Congress: A Reporter's Privilege Would Not Exempt Judy Miller From Testifying. Would It Exempt James Risen?

The White House strongly opposes the Free Flow of Information Act, which passed in the House last October by a 398-22 veto-proof majority. The full Senate has not yet voted on its version of the legislation, which is sponsored by Arlen Specter. Both bills enact a federal statutory protection for journalists, recognized by most states, known as a reporter's privilege against compelled disclosure of confidential sources.

The issue is especially timely for James Risen, a reporter for The New York Times. In February, Risen was subpoenaed to appear before a Federal grand jury in Alexandria, Va. to divulge the source of information for a chapter in his book State of War. The chapter deals with Operation Merlin, a failed CIA operation aimed at infiltrating Iran's nuclear development program. According to CBS, one of the CIA agents who worked on Operation Merlin was Valerie Plame Wilson.

If Congress were to enact the bills into law, would Risen be exempt from testifying? It depends. Under the proposed legislation, and in almost all states, a reporter's privilege is not absolute. Both bills codify the view of a reporter's privilege as set forth by Federal Circuit Judge David Tatel, whose well-regarded opinion rejected the appeals of Judy Miller and Matt Cooper.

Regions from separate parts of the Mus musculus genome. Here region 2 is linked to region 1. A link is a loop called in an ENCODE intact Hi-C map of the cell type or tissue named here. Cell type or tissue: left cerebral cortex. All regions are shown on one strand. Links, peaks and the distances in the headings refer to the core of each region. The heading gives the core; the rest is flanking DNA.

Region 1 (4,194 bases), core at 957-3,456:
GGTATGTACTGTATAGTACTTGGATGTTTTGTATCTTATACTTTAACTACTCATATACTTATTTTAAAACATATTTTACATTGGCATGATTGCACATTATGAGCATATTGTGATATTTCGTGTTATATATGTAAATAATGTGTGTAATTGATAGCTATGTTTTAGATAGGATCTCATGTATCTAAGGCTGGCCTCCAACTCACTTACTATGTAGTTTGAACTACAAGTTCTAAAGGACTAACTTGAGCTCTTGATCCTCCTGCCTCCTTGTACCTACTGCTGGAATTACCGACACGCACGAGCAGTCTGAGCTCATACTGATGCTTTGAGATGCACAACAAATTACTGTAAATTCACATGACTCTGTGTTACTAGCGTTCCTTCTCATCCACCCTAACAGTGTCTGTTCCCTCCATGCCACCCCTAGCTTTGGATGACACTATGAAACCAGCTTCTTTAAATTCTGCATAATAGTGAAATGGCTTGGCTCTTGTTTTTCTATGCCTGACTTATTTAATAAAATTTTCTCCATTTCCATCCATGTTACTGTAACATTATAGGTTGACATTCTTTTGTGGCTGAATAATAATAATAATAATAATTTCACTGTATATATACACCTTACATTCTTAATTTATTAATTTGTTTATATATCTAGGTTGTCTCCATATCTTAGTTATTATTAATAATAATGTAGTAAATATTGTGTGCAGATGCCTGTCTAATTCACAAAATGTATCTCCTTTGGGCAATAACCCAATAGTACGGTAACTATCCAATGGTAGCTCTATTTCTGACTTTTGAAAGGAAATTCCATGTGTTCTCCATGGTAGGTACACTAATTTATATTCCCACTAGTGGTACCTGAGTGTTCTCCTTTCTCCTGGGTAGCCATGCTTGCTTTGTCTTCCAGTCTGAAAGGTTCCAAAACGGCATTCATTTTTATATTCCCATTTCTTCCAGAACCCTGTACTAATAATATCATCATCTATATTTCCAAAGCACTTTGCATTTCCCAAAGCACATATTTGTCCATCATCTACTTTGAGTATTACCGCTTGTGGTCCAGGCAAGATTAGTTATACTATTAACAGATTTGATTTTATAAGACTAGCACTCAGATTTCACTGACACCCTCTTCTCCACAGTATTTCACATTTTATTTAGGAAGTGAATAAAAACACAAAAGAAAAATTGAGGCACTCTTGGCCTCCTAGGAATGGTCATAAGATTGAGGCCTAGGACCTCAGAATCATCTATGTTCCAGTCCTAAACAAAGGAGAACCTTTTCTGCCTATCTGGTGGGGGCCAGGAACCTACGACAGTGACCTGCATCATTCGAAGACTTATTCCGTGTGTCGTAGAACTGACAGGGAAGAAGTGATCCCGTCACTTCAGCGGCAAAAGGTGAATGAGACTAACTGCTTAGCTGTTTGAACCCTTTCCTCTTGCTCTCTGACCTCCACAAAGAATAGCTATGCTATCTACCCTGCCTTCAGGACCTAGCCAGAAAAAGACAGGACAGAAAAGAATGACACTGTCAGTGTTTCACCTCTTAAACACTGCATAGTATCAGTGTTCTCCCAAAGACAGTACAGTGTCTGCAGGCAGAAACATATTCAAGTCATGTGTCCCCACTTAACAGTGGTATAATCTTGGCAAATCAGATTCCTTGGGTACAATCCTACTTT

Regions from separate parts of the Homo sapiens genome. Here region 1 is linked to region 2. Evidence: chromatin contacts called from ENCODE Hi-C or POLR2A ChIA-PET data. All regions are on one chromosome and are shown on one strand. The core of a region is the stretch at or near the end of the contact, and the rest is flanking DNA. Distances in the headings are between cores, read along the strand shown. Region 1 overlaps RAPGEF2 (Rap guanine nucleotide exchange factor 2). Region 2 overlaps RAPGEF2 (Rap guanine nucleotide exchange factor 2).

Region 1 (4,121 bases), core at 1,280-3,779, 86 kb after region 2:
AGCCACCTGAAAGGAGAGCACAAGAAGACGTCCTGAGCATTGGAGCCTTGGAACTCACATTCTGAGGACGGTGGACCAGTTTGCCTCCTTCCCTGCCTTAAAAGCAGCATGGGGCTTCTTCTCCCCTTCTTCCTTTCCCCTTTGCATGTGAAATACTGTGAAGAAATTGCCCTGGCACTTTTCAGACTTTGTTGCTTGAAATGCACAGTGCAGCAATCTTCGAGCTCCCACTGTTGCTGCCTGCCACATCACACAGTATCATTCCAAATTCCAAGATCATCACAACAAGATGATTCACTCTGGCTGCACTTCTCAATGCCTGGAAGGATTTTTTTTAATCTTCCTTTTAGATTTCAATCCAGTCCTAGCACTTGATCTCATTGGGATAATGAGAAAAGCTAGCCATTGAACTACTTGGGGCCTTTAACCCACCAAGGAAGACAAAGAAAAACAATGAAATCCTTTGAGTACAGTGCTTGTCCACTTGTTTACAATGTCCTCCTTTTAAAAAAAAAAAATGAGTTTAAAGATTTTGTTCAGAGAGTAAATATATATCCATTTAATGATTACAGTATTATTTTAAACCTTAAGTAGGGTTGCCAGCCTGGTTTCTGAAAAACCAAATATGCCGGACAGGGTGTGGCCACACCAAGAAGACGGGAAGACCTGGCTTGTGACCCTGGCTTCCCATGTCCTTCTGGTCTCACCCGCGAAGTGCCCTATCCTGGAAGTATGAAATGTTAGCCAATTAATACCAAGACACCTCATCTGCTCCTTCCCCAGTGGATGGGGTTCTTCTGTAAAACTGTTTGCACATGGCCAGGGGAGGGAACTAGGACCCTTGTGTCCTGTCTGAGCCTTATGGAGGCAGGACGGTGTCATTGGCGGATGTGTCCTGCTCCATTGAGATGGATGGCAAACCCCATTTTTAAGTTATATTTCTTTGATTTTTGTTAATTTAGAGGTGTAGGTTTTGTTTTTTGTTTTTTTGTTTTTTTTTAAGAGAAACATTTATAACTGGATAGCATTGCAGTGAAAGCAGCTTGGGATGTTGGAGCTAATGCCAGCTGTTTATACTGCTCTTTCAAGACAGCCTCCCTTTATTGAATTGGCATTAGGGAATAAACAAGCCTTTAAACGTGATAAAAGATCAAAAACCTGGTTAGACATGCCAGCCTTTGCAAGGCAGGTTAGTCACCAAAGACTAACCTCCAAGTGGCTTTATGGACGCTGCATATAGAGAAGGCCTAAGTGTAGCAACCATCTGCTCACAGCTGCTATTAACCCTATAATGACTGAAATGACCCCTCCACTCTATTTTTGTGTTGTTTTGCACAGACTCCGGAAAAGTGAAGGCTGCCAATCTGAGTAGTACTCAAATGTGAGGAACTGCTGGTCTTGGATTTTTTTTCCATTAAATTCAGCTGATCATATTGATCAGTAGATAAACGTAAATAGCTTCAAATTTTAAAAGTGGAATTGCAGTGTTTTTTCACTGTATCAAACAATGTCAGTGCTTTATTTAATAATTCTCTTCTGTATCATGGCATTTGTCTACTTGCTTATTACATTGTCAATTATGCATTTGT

The new law would impose a number of hurdles for a prosecutor to surmount, to the satisfaction of a judge, before compelling a journalist's disclosure of a confidential source. Specifically, in a criminal investigation into the leak of classified information, the prosecutor who seeks the identity of the leaker must first demonstrate:

- That all other reasonable means of obtaining the information had been exhausted,
-That there are reasonable grounds to believe that a crime has occurred,
- That the requested information is essential to the investigation, prosecution or defense,
- That the purported crime involves a person who had authorized access to classified information and who made an unauthorized disclosure that "has caused or will cause significant, clear, and articulable harm to the national security," and
- That the public interest in compelling disclosure of the leaker outweighs the public interest in gathering or disseminating news or information.

If a judge is persuaded by a preponderance of the evidence that those hurdles have been met, he may compel the journalist to give narrowly tailored disclosure.

As Judge Tatel wrote three years ago in his opinion that rejected the arguments of Judy Miller's appeal:

"Were the leak at issue in this case less harmful to national security or more vital to public debate, or had the special counsel failed to demonstrate the grand jury's need for the reporters' evidence, I might have supported the motion to quash. Because identifying appellants' sources instead appears essential to remedying a serious breach of public trust, I join in affirming the district court's orders compelling their testimony."

We do not know the details pertaining to the James Risen subpoena. It may be a mere coincidence that the White House and its mouthpieces had previously attacked Risen and The New York Times with bogus claims about harm to national security. After Risen broke the story about the administration's illegal wiretap operation, Bush and his flunkies started screaming all sorts of nonsense, as if the terrorists did not already know they may be wiretapped.